Childhood favourites (Was Oh the horror!)
Melissa at Proffitt.com
Sun Feb 9 20:35:11 EST 2003
I haven't been able to chime in on this thread because I have no childhood
favorites. I was reading at a young age, but somehow individual books
didn't make an impression on me. So it's taken some thinking to come up
with the books I loved when I was young:
(in no particular order)
1. Nancy Drew. I remember this very well. We lived within walking distance
of the library, which was an old, narrow building with a green door and not
a lot of interior light. I read all the Nancy Drews I could get my hands
on. The building still exists, but is no longer a library; about fifteen
years ago they built a new building, and then, to my perpetual joy, they
rebuilt the old Brigham Young Academy and housed the library there.
2. Narnia. My grandparents, the Presbyterian minister and his wife,
supplied me with my first introduction to role-playing games (boxed set of
Basic D&D rules) as well as my introduction to fantasy literature, in the
form of the Narnia books. I had read the books separately in a random order
(starting with _Prince Caspian_ and finishing up with _Dawn Treader_) and
then they gave me a beautiful two-volume hardbound set with all those lovely
Pauline Baynes illustrations. The picture of Diggory and Polly sleeping
while the Witch breezes past them in the night gave me chills.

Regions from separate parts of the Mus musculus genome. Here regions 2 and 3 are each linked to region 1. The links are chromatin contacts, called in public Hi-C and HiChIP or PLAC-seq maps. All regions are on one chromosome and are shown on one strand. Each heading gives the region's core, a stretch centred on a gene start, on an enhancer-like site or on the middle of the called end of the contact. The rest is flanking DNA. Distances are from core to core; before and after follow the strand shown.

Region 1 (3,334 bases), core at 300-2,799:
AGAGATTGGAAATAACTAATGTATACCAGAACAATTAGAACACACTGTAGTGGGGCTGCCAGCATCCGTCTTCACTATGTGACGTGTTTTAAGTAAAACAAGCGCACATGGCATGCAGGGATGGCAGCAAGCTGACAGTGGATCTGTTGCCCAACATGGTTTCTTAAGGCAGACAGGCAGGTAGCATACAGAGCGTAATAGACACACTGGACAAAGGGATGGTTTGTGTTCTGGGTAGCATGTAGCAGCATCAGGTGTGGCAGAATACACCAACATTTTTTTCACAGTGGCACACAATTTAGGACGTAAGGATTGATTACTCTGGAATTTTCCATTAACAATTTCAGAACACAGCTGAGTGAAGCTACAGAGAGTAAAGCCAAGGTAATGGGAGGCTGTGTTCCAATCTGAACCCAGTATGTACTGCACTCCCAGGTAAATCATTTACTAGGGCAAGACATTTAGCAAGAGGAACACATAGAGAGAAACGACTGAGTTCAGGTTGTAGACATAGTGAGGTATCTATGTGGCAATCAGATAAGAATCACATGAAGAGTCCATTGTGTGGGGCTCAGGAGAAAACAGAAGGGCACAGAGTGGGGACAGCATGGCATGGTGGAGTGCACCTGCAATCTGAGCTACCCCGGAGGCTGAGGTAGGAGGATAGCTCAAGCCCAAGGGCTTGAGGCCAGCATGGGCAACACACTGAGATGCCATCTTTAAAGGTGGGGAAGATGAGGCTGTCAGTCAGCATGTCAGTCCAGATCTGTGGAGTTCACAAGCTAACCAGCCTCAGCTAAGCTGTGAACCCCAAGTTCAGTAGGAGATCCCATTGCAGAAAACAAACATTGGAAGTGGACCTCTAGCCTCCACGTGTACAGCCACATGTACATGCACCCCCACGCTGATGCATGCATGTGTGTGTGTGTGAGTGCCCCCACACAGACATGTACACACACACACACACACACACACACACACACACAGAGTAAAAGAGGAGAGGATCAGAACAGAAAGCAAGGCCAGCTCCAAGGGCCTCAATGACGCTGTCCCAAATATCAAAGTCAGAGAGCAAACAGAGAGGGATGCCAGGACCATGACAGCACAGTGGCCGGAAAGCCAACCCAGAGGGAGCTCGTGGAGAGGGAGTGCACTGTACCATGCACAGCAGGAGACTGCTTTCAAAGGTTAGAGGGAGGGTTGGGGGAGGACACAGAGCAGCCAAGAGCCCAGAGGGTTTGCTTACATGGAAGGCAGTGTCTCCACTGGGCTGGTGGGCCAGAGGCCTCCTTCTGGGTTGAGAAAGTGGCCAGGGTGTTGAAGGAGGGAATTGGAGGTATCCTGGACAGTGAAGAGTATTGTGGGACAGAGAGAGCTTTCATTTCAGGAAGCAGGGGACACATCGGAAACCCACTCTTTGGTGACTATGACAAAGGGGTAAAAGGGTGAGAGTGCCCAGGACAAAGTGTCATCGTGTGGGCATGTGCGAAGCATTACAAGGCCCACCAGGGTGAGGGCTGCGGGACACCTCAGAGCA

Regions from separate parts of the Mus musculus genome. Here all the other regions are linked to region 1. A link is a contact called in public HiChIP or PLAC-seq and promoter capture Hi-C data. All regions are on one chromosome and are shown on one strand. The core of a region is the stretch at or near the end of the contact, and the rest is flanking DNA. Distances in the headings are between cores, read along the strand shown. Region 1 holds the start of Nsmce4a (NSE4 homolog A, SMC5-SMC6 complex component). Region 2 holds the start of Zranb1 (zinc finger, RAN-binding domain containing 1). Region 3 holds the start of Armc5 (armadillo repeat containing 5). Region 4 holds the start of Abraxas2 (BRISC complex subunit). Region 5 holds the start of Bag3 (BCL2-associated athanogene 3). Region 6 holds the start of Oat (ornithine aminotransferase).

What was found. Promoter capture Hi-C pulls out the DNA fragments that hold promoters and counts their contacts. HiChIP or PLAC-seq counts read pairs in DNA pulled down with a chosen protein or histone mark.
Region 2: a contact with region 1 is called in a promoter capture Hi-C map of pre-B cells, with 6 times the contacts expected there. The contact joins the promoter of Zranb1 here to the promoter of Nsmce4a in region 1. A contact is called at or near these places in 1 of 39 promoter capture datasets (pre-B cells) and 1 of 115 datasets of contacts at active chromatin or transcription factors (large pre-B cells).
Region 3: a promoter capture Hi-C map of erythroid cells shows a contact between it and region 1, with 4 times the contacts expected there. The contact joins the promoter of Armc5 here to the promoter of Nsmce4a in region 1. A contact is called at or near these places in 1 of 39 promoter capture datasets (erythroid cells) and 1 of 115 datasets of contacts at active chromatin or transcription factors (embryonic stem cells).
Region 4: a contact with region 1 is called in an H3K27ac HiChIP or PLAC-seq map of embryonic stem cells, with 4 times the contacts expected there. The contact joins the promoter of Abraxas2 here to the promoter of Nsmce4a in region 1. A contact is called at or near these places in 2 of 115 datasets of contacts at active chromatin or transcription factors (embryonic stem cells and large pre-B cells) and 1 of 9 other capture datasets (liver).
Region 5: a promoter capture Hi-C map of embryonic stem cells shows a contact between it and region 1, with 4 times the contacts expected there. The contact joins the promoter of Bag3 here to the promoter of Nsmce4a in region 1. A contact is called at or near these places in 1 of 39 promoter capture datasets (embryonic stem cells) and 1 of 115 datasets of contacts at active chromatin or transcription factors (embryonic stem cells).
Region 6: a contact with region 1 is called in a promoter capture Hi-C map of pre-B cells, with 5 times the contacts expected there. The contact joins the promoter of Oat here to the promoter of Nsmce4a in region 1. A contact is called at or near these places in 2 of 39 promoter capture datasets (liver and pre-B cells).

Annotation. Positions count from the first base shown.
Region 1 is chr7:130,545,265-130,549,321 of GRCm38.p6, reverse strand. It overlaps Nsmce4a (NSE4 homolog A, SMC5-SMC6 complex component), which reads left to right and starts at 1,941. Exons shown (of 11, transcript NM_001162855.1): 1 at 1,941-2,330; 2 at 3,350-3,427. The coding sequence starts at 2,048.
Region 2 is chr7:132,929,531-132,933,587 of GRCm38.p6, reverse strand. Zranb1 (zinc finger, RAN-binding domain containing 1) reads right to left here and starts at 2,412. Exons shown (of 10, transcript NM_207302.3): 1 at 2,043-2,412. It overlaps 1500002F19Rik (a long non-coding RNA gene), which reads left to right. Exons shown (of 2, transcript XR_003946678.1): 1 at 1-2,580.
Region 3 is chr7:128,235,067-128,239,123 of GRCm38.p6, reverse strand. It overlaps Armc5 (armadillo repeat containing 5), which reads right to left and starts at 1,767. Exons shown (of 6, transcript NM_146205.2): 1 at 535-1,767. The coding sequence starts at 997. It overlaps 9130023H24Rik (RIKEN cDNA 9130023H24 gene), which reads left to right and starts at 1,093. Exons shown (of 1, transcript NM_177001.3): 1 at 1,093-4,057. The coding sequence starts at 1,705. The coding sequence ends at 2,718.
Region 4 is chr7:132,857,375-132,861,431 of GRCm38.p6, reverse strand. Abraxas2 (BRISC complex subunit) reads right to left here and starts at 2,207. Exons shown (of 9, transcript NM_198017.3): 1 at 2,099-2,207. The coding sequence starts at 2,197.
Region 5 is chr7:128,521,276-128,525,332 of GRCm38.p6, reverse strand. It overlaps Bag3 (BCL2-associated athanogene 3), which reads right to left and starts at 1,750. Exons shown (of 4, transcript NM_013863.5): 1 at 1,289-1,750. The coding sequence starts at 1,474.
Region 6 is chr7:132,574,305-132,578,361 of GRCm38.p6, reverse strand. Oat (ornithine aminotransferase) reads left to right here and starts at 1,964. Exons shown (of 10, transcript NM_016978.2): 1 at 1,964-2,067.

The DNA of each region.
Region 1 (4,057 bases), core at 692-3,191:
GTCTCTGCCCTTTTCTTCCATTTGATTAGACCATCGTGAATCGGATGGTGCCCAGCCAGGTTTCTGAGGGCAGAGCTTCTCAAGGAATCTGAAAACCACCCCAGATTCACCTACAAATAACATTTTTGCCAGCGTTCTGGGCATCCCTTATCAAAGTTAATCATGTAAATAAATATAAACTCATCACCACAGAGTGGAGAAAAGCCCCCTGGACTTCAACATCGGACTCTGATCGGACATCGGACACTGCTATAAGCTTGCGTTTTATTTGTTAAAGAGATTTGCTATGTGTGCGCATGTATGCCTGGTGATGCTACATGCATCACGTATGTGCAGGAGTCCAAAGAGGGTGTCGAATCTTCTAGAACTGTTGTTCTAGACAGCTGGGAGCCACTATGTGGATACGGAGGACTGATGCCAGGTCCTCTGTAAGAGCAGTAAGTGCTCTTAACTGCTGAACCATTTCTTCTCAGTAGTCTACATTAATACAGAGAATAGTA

3. Carolyn Heywood. My mother had read many books when she was young, and
those were the only ones she knew to give me. The Betsy books were so sweet
and so loving, they left a very deep impression on me; they also bred in me
the desire to read about the past, because these were outdated when I read
them, and Betsy's school life was so much different from mine.
4. Biographies. This isn't a great entry because I can't remember the
series I read, but after I finished with Nancy Drew I moved on to this very
long series of biographies for children. I was most interested in the
biographies of famous women; and much later, reading about how girl children
are so lacking in good female role models, all I could think was that they
clearly didn't know where to look. I'm torn between wishing I could read
these and not wanting my illusions shattered.
5. The Lord of the Rings. Believe it or not, I read these in second grade.
At least, I'm told I did. My best friend Liza and I had a rivalry with some
other girl in our class and decided that *we* would be the best readers by
not stooping to books with pictures. At any rate, the trilogy is so deeply
embedded in my mind that it might well have been second grade; I had
certainly read them before I owned my first set of the books, when I was
It wasn't until I turned 12 that I suddenly realized that there were so many
wonderful books in the world. I was taking my first lit crit course for
children's lit and after that point I thought of myself as a reader on a par
with other adults. I'm sure that level of arrogance surprises no one. ;)
To unsubscribe, email dwj-request at suberic.net with the body "unsubscribe".
Visit the archives at http://suberic.net/dwj/list/
More information about the Dwj